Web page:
Alongside the U.S. government trade team, the U.S. corporate lobby also went to work to split the G-21. Consumer Alert, a business group masking as a consumers organisation, said that "while ostensibly representing the views of developing countries", the G-21 programme "better represents the positions of several powerful exporting countries, who want greater market access, without opening up their own countries' markets to importers".
However, the U.S. was able to detach only one country from the group: El Salvador.
Having failed to split the G-21, U.S. Trade Representative (USTR) Robert Zoellick tried to isolate the alliance in world opinion by pinning the blame for the collapse of the Cancun ministerial on it: "The rhetoric of the `won't do' overwhelmed the concerted efforts of the `can do'. `Won't do' led to the impasse." The Bush administration's blame game failed, with even The New York Times putting the responsibility of the collapse on the E.U. and the U.S.' intransigence on the question of agricultural subsidies.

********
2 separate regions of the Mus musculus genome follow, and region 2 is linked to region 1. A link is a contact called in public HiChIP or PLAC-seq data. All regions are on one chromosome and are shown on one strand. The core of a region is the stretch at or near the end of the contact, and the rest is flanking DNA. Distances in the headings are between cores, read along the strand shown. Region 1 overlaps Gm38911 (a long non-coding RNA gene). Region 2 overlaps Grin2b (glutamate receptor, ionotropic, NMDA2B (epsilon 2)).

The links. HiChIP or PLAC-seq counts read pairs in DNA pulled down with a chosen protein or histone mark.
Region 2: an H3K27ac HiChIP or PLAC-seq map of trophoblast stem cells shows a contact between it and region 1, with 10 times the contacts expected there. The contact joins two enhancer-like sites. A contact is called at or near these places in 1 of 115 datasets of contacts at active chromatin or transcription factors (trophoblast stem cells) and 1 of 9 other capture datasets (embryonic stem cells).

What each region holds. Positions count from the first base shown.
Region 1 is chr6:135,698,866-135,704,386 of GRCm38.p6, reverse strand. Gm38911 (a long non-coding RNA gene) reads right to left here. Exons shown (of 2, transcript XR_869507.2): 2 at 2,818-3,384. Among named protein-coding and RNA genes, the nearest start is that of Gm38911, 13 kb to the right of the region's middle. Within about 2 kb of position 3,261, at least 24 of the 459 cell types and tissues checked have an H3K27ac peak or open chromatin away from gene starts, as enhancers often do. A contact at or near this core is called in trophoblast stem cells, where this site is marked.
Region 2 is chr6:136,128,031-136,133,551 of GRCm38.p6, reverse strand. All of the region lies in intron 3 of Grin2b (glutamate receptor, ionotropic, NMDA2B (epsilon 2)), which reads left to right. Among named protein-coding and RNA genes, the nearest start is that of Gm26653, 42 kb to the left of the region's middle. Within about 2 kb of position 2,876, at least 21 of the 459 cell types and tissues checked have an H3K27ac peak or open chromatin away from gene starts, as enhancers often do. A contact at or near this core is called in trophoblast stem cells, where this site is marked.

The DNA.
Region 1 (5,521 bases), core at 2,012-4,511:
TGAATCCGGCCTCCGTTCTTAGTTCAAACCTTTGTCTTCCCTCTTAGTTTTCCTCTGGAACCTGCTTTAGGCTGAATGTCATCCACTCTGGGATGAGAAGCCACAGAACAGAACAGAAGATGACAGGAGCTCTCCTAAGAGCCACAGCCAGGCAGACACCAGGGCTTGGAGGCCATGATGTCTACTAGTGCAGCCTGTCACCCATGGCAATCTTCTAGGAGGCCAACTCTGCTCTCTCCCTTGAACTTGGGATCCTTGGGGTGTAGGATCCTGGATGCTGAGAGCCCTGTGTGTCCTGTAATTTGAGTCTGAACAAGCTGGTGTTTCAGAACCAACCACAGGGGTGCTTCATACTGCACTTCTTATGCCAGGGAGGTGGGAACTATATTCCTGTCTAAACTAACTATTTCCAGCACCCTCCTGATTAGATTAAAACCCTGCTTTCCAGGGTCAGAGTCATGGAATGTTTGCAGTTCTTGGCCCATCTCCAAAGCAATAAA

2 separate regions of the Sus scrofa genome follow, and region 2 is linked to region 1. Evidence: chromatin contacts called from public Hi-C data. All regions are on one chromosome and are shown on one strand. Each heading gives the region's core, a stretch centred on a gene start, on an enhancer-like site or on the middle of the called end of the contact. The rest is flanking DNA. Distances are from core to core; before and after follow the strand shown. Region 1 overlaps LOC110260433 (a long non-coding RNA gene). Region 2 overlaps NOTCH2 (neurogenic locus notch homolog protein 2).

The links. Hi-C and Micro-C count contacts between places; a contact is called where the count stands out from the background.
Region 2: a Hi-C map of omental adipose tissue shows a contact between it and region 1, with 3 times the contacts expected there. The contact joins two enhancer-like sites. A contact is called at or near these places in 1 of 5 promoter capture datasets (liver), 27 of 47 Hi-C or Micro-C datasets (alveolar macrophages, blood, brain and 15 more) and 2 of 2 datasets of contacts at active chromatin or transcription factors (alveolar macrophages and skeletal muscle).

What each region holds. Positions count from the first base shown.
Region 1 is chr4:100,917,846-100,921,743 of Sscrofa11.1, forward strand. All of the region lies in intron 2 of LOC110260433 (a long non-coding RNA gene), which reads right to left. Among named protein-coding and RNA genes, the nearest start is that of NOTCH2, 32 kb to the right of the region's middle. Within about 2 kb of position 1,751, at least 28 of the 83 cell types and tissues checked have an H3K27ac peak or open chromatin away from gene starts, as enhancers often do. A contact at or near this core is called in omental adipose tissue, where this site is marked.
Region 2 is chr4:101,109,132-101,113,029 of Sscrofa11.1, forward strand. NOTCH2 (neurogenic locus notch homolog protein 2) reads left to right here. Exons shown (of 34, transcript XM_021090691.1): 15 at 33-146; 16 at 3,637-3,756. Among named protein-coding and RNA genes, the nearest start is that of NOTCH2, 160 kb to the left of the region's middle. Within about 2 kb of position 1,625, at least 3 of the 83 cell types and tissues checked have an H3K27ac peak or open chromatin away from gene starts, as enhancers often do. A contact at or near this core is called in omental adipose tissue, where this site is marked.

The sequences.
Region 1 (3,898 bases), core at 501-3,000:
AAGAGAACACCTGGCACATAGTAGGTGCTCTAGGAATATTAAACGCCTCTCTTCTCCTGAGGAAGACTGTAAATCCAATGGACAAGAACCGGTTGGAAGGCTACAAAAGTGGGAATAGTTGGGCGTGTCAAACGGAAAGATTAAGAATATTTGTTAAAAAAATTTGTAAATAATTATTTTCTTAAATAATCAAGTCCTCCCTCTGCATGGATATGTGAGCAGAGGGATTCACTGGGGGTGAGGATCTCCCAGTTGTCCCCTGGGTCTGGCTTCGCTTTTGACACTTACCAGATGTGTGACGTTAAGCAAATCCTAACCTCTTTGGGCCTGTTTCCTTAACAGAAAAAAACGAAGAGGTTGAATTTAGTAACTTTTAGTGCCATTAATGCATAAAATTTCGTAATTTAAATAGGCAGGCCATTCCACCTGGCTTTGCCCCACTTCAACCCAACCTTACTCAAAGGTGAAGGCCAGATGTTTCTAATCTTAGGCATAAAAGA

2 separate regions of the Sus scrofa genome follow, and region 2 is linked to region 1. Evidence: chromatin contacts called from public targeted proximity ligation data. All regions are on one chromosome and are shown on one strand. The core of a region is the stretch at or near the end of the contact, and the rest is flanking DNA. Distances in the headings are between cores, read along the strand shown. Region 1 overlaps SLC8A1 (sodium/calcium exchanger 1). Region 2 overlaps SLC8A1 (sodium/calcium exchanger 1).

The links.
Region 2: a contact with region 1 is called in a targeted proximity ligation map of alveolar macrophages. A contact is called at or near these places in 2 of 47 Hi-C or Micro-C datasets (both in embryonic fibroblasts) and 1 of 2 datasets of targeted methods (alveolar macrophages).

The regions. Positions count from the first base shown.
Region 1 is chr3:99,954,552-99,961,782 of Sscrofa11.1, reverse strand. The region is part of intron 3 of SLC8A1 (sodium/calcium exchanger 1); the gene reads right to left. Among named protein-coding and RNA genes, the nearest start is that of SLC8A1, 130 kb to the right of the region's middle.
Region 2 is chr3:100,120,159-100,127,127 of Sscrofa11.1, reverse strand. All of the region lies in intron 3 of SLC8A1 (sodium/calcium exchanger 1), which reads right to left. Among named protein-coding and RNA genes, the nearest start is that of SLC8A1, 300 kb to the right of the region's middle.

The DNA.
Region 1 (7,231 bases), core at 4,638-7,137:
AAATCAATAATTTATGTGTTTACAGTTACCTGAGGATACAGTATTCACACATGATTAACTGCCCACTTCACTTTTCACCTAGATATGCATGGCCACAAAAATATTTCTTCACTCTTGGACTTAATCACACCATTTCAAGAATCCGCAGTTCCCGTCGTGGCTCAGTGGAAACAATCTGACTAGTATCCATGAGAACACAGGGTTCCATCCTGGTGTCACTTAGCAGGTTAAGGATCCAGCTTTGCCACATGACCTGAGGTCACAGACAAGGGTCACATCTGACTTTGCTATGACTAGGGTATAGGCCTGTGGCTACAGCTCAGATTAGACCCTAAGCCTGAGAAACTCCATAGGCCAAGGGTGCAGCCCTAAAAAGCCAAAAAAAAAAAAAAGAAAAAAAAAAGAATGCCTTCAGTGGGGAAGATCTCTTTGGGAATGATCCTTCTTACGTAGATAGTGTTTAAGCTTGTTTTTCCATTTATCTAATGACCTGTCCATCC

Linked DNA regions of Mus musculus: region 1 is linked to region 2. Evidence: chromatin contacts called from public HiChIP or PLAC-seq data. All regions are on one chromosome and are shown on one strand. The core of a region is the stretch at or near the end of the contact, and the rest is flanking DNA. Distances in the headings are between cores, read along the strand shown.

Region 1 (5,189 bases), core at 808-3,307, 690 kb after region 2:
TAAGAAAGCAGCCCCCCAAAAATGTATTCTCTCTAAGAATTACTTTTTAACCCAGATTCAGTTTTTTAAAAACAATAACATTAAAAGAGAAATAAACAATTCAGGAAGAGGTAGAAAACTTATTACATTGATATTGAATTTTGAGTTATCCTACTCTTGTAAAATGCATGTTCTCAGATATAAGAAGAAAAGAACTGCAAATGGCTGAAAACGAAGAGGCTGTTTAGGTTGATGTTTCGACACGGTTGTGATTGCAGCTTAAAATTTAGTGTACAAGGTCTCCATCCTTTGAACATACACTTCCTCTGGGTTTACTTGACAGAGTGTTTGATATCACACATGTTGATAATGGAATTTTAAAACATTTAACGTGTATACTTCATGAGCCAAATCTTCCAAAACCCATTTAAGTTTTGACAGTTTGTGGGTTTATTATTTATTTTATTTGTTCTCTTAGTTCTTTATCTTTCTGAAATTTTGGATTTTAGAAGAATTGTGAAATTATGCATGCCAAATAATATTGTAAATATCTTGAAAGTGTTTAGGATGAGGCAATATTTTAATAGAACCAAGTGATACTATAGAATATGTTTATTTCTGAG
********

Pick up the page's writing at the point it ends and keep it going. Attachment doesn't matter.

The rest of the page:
But, instead of understanding why it was isolated in Cancun, the U.S. intensified its efforts to destroy the G-21. In a recent visit to Colombia, U.S. Senator Norm Coleman warned President Alvaro Uribe that "remaining in that Group will not lead to good relations between Colombia and the United States". He also alleged that he got the commitment of the Colombian President to leave the group eventually.